Of course. I had heard it sung at prayer meetings in Norway, and faintly recognized it from the book many Norwegian-American choirs used, Frydetoner. It was the first song in the book, and if you have a copy of the book, you will find the first page beaten up by frequent use. In fact, in many of the books, it will have been taped back into the book.

Christian and Johanne Borchgrevink

The Norwegian Mission Society's (NMS) efforts had focused on Madagascar since 1867. In 1870 Christian Borchgrevink (1841-1919) and his wife, Johanne Christiana (1836-1924) went there. She founded a girls' orphanage supported by many Norwegian and Norwegian American women, like my great grandmother, Jonette Adrianna, who saved their nickels in the corners of a handkerchief to give at their missionary society ladies aids. Borchgrevink built and led the Medical Missionary Academy in the capitol city. He and his wife made significant contributions to Malagasy society. As did many other missionaries from Norway. In 1888, Augsburg Seminary would send two missionaries to join the mission in Madagascar: Erik Hansen Tou (1857-1917), Johan Peter Hogstad (1858-1911). Georg Sverdrup,(1849-1907) President of the Seminary, edited a magazine, Gasseren, on the mission there. Madagascar was close to our hearts.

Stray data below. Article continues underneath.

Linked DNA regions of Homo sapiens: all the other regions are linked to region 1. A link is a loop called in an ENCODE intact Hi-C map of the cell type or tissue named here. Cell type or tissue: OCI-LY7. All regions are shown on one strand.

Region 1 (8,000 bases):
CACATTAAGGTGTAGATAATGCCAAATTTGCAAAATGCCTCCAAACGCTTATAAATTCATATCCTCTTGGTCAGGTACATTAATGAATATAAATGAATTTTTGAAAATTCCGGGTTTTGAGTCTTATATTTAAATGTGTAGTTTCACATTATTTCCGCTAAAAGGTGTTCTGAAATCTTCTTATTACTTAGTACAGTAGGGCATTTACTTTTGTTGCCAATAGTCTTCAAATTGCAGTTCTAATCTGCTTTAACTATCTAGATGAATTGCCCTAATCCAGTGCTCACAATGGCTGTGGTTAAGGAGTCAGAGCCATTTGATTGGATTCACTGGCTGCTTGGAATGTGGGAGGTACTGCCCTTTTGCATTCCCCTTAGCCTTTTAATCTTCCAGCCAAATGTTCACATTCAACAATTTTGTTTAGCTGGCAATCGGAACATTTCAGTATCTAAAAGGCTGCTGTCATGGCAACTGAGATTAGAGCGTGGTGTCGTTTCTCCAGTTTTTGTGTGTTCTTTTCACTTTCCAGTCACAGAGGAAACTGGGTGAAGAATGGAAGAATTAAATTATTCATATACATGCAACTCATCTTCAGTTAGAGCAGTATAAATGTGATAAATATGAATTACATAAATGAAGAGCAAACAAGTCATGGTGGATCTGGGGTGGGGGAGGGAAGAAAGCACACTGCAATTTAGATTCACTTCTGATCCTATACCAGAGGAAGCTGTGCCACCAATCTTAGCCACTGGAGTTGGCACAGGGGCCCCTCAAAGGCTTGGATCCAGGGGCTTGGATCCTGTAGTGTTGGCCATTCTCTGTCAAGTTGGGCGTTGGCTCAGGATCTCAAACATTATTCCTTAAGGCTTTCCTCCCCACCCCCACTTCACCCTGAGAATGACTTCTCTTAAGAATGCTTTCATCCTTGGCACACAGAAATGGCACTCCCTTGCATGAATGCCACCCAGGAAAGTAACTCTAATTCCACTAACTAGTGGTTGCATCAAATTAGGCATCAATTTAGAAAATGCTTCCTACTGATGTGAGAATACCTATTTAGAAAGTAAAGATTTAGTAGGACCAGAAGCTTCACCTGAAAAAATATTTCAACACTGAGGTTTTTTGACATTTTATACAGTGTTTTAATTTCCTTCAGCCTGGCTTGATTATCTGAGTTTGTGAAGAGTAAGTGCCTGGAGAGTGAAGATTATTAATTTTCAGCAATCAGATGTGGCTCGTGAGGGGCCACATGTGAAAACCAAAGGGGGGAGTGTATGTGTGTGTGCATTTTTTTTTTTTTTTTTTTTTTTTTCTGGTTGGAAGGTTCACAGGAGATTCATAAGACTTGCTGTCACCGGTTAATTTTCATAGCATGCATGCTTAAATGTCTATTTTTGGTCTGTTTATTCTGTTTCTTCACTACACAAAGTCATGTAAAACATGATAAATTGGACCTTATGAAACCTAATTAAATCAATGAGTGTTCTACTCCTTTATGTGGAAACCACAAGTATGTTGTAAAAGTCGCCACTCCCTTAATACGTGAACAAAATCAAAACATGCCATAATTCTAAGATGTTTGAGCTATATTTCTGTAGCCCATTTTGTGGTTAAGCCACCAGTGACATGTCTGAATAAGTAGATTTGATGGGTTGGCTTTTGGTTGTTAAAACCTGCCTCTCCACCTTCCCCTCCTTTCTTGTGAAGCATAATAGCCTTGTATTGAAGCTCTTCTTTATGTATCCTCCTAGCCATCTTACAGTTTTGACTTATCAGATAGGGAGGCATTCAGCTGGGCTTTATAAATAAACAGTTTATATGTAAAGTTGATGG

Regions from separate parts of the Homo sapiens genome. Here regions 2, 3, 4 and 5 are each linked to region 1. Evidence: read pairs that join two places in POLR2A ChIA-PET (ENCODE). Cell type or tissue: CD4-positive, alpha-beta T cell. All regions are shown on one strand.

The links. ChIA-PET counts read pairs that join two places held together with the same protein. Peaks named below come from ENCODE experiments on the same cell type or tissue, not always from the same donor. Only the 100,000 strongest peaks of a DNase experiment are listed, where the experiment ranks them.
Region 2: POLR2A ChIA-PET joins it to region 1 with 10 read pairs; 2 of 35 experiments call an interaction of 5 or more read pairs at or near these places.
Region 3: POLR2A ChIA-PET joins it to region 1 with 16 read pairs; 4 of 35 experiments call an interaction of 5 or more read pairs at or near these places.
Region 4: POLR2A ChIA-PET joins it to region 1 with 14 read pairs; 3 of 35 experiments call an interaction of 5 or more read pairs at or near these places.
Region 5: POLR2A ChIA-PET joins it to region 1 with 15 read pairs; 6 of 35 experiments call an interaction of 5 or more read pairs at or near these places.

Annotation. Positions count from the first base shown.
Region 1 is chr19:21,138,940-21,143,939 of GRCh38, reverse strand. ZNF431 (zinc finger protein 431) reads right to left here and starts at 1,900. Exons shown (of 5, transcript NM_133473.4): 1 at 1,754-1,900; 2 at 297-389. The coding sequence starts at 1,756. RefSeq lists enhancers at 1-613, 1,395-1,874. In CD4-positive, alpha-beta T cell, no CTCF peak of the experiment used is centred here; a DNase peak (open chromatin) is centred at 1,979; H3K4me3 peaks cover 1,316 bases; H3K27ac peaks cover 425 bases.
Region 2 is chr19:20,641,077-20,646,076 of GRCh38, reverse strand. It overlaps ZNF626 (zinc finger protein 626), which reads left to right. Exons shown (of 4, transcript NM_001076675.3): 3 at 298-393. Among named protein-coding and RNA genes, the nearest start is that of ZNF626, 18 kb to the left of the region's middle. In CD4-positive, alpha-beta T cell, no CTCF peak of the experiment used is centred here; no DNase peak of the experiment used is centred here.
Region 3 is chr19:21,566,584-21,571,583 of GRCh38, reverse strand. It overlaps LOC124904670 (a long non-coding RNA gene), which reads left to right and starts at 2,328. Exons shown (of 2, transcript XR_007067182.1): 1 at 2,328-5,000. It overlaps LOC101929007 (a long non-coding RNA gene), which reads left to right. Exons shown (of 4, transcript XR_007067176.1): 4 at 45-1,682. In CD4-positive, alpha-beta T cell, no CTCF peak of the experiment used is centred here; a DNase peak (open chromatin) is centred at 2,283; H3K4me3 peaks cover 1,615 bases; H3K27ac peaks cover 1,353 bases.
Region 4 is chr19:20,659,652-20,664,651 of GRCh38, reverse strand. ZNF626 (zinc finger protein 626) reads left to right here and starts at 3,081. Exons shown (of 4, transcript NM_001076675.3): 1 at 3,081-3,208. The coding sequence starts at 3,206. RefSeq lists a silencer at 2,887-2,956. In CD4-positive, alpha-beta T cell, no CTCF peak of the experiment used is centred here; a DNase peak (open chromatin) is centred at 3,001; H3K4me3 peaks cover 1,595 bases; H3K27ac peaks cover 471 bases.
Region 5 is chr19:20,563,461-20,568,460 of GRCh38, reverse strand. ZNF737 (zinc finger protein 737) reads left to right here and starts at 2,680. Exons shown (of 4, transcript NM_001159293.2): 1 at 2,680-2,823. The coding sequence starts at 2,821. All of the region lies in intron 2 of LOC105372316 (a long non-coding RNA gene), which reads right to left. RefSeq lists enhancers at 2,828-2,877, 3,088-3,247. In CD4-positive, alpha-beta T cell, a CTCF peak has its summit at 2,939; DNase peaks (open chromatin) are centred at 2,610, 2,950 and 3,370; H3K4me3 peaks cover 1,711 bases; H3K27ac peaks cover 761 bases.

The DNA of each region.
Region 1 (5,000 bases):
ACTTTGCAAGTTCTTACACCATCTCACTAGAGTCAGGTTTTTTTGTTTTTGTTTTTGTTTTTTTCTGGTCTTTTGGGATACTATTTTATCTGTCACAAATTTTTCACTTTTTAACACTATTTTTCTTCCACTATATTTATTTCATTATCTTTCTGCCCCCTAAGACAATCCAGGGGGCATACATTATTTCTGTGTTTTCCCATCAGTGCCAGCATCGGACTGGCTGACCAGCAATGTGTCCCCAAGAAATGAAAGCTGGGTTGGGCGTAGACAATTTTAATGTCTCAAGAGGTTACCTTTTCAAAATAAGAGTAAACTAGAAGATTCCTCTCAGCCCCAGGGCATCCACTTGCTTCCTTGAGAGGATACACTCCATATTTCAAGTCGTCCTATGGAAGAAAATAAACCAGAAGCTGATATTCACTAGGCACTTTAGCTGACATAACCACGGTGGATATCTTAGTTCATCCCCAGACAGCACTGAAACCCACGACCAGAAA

Bill Holm (1943-2009), the Icelandic American writer, in his book Eccentric Islands: Travels Real and Imaginary, (2000) noted that any Norwegian American Lutheran kid in the 1930-1950s could tell you where Madagascar was on the world map. He or she had probably gone to Junior Mission Band in their congregation which would have had a map with red threads stringing from Minnesota to Madagascar. We all knew missionaries there, Sister MIlla, the Rossing, Vaagenes and Quanbeck families. We could even say the name of the capitol city, Antananarivo. We had seen pictures of Malagasy people and places on the primitive slide shows the missionaries managed to bring us. We would watch them during Mission Festivals which were always in Epiphany, during the frigid winters of North Dakota.